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Water currents carrying food particles enter between the brachiopod’s valves through the lateral inhalant aperture. Food is caught by the filaments on the lophophore arms and filtered water leaves via the median exhalant aperture.

A silicified brachiopod showing the structure (brachidia) that supports the coiled arms of the lophophore. Knowledge of the internal features of the valves is required as an aid to identification.
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A silicified brachiopod showing the structure (brachidia) that supports the coiled arms of the lophophore. Knowledge of the internal features of the valves is required as an aid to identification. © Natural History Museum.

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The geologists’ tool

Brachiopods are characteristic of shallow-marine environments and, in some Palaeozoic rocks, they are the main rock-forming component. Brachiopods are also particularly suitable for palaeoecological analyses. Influenced by such factors as water depth, salinity, oxygen levels and static lifestyle, the distribution patterns of fossil brachiopods provide a useful tool in deducing the position of ancient shorelines and the past distribution of land and sea. Because of the rapid evolution of some brachiopod lineages, they can be useful for understanding the relative ages of rock successions and for correlation. 

Spirifer (Carboniferous).
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Spirifer (Carboniferous). BGS © UKRI.

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Cambrian rocks characteristically contain a diverse and abundant brachiopod fauna that  preludes a dramatic diversification, making brachiopods, together with trilobites, the primary stratigraphical guide fossils in the shallow-water facies of the Ordovician. They are also important in the Silurian and Devonian and more locally in the Carboniferous, but many major groups became extinct at the end of the Palaeozoic.

The main divisions of Earth history in which brachiopods have lived, showing the relative diversity of the phylum through time. Maximum diversity is seen in the Devonian.
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The main divisions of Earth history in which brachiopods have lived, showing the relative diversity of the phylum through time. Maximum diversity is seen in the Devonian. BGS ©UKRI. All rights reserved.

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Fun facts

The genus Lingula has survived virtually unchanged from the Cambrian to the present day. Unlike most brachiopods, it lives successfully in brackish water environments such as tidal mud flats. Lingula uses its pedicle to move up and down in the vertical burrow in which it lives. The pedicles of Lingula are a delicacy in some countries and are known as ‘lamp shells’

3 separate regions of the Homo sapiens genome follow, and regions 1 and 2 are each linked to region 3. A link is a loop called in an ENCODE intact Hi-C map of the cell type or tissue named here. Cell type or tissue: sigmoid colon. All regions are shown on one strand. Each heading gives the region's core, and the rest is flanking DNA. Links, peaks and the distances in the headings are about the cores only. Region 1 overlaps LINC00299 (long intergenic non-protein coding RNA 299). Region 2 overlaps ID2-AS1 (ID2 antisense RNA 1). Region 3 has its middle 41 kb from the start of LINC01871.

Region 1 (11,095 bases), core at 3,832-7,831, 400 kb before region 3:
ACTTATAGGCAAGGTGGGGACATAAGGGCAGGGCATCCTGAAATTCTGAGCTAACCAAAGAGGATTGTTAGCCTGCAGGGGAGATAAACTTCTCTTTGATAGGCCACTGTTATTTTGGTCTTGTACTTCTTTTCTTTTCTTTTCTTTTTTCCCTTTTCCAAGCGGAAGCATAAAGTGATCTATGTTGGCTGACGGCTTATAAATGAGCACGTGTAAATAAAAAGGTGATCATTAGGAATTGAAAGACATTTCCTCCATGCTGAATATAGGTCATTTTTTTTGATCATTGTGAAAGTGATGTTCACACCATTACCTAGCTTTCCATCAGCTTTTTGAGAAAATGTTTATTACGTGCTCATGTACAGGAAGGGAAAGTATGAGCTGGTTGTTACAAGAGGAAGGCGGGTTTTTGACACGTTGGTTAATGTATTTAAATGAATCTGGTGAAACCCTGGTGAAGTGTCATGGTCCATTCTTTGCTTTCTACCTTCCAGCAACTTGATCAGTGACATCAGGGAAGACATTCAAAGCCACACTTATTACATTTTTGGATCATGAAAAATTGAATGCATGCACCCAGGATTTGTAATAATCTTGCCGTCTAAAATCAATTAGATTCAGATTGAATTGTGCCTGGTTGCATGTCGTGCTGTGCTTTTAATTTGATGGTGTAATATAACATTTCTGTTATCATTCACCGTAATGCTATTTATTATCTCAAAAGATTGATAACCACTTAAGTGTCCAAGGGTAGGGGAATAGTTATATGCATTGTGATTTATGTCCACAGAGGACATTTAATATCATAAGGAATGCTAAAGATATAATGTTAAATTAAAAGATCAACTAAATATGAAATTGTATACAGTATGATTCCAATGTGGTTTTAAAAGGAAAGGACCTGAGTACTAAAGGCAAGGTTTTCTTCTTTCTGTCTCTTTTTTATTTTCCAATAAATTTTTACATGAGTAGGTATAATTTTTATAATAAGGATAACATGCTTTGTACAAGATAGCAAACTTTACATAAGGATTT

In the Silurian rocks of Shropshire, unusually preserved Pentamerus oblongus brachiopods have led to the rock in which they occur being called ‘government rock’. Here, the original shell material has dissolved away leaving only internal and external moulds. Where shell structures relating to muscle attachment inside the pedicle valve have disappeared, the moulds are characterised by arrow-like slits that look like the symbol used for government benchmarks and on prison uniforms.

The brachipod Cyrtospirifer verneuili, from slates of late Devonian age near Delabole in Cornwall, is known as the Delabole butterfly. The naturally wide hinge-line of Cyrtospirifer has been distorted and widened further by the pressures in the Earth’s crust that led to the formation of the slates themselves.

3D fossil models

Atrypa reticularis var. (SM A 11629 – Holotype). Ludlow Epoch (Silurian Period) (423.6 – 427.4 Ma B.P.) See 3D fossils online.
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Atrypa reticularis var woodwardi (Silurian, Ludlow). BGS ©UKRI.

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Many of the fossils in the BGS palaeontology collections are available to view and download as 3D models. To view this fossil, or others like it, in 3D visit GB3D Type Fossils.

Reference

Cox, B M, and Penn, I E. 2000. Brachiopods: fossil focus. (Nottingham, UK: British Geological Survey.)